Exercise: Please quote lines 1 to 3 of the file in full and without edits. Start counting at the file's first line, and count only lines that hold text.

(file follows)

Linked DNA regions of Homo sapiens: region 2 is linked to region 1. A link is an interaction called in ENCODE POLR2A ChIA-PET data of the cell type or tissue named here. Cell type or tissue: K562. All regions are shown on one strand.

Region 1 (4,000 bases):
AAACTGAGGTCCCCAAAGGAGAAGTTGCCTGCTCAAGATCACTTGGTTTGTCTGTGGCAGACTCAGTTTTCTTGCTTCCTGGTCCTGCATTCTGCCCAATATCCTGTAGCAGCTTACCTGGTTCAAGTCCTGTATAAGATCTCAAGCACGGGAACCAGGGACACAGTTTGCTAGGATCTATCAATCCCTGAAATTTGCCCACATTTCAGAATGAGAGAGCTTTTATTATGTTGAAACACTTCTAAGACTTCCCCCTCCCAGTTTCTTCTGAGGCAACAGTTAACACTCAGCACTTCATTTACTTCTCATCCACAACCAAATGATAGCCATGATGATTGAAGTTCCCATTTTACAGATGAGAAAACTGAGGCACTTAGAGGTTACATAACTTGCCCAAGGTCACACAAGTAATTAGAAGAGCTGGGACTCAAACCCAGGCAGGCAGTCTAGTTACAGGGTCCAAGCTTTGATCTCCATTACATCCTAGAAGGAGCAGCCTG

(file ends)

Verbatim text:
Linked DNA regions of Homo sapiens: region 2 is linked to region 1. A link is an interaction called in ENCODE POLR2A ChIA-PET data of the cell type or tissue named here. Cell type or tissue: K562. All regions are shown on one strand.

Region 1 (4,000 bases):
AAACTGAGGTCCCCAAAGGAGAAGTTGCCTGCTCAAGATCACTTGGTTTGTCTGTGGCAGACTCAGTTTTCTTGCTTCCTGGTCCTGCATTCTGCCCAATATCCTGTAGCAGCTTACCTGGTTCAAGTCCTGTATAAGATCTCAAGCACGGGAACCAGGGACACAGTTTGCTAGGATCTATCAATCCCTGAAATTTGCCCACATTTCAGAATGAGAGAGCTTTTATTATGTTGAAACACTTCTAAGACTTCCCCCTCCCAGTTTCTTCTGAGGCAACAGTTAACACTCAGCACTTCATTTACTTCTCATCCACAACCAAATGATAGCCATGATGATTGAAGTTCCCATTTTACAGATGAGAAAACTGAGGCACTTAGAGGTTACATAACTTGCCCAAGGTCACACAAGTAATTAGAAGAGCTGGGACTCAAACCCAGGCAGGCAGTCTAGTTACAGGGTCCAAGCTTTGATCTCCATTACATCCTAGAAGGAGCAGCCTG